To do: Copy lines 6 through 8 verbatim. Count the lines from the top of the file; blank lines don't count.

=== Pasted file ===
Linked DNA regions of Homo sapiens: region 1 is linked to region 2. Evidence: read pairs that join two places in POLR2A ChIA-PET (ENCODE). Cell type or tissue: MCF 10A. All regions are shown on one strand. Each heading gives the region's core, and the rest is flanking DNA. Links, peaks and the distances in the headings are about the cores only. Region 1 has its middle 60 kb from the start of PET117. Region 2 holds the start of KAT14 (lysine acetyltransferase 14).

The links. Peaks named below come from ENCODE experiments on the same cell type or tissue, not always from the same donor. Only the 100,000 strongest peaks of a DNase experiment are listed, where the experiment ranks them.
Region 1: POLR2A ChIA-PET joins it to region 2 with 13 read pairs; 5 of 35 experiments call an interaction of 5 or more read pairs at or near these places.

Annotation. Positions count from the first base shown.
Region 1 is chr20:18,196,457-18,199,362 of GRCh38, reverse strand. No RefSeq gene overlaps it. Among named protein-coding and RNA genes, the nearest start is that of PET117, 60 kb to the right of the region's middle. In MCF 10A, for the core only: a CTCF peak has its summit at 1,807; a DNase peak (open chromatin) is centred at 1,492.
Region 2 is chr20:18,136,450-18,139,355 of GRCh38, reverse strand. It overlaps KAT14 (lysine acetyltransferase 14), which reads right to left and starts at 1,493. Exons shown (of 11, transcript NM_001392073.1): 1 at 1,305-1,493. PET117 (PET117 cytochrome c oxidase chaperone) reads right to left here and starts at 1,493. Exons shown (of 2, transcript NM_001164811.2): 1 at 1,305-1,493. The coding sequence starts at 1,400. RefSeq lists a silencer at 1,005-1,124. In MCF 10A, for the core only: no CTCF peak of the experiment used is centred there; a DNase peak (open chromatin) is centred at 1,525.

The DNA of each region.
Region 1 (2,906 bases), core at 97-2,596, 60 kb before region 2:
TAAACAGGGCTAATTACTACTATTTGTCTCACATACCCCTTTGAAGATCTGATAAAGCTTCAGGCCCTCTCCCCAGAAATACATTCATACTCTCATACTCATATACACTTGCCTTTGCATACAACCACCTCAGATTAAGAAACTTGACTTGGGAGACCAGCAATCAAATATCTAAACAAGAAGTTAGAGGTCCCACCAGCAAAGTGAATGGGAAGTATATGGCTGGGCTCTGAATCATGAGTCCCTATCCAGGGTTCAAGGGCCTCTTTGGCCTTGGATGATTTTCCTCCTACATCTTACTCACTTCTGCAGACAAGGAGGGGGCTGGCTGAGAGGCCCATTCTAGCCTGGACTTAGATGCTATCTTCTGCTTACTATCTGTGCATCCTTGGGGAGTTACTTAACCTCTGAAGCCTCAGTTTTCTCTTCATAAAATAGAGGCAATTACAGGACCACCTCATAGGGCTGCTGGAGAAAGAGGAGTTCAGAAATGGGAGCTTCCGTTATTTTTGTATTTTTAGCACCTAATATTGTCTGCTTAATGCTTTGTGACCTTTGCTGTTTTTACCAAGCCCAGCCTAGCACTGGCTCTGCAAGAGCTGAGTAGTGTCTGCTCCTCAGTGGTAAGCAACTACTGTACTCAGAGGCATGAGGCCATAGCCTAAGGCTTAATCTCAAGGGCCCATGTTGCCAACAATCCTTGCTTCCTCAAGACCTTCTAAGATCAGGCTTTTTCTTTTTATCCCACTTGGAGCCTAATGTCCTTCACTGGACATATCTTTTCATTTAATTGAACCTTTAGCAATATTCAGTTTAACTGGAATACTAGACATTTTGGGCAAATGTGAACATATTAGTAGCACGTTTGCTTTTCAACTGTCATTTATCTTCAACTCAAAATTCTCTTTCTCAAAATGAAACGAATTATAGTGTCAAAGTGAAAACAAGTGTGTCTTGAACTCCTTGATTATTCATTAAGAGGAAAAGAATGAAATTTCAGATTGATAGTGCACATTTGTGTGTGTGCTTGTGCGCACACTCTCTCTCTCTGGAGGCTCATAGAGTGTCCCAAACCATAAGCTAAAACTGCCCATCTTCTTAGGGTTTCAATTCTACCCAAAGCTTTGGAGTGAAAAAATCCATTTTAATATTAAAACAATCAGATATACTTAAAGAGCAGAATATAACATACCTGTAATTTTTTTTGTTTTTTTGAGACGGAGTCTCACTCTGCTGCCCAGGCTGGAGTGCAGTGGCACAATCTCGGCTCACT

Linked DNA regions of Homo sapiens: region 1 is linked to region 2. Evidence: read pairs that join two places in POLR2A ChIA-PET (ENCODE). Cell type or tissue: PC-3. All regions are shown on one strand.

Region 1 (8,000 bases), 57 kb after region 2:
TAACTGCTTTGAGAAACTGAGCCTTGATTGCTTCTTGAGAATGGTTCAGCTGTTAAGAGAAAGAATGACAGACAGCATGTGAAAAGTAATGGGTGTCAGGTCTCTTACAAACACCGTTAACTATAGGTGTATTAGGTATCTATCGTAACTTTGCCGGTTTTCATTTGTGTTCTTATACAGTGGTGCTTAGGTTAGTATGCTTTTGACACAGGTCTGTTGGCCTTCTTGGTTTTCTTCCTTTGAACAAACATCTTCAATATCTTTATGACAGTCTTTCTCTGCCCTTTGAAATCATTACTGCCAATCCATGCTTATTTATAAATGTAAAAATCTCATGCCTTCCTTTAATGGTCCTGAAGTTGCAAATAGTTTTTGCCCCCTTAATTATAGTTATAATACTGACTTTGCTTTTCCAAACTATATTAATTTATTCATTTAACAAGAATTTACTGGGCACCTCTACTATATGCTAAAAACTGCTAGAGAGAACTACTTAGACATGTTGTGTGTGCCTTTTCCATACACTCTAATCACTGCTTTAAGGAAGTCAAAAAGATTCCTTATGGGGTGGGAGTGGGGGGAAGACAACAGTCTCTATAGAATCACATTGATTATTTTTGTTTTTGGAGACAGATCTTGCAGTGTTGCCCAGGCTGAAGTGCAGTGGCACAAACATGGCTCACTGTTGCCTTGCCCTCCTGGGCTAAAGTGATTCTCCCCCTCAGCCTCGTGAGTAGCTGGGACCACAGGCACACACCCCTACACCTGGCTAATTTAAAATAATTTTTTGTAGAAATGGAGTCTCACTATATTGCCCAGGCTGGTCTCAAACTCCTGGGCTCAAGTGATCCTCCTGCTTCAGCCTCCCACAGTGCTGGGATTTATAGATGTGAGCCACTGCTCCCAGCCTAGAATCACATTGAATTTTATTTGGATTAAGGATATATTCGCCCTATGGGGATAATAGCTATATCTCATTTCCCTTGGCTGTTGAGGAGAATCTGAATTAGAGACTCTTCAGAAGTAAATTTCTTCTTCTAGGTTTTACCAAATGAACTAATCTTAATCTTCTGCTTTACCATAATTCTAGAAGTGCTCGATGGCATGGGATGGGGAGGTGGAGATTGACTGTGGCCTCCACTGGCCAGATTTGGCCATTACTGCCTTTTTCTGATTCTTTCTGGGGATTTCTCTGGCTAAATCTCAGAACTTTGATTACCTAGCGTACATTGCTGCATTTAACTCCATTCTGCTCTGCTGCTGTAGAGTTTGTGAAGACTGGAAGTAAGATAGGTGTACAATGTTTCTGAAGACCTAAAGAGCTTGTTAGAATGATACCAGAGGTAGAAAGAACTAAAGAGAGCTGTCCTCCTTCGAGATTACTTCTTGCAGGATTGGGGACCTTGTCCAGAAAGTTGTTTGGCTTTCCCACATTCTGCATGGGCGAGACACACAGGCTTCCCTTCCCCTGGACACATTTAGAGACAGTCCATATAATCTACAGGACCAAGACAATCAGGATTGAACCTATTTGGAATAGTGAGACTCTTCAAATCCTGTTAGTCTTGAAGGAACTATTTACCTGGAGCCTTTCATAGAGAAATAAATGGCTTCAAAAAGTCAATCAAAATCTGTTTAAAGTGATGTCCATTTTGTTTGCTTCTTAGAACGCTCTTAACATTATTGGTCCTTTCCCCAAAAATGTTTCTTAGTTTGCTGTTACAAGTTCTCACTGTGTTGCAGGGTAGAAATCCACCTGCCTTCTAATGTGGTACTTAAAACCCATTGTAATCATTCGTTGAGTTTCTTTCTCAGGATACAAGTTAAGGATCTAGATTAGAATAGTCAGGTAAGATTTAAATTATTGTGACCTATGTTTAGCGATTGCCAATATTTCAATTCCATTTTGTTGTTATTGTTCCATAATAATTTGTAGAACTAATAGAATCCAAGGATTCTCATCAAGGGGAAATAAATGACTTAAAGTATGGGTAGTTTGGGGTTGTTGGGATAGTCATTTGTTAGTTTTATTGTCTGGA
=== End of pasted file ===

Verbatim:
Region 2 is chr20:18,136,450-18,139,355 of GRCh38, reverse strand. It overlaps KAT14 (lysine acetyltransferase 14), which reads right to left and starts at 1,493. Exons shown (of 11, transcript NM_001392073.1): 1 at 1,305-1,493. PET117 (PET117 cytochrome c oxidase chaperone) reads right to left here and starts at 1,493. Exons shown (of 2, transcript NM_001164811.2): 1 at 1,305-1,493. The coding sequence starts at 1,400. RefSeq lists a silencer at 1,005-1,124. In MCF 10A, for the core only: no CTCF peak of the experiment used is centred there; a DNase peak (open chromatin) is centred at 1,525.

The DNA of each region.
Region 1 (2,906 bases), core at 97-2,596, 60 kb before region 2: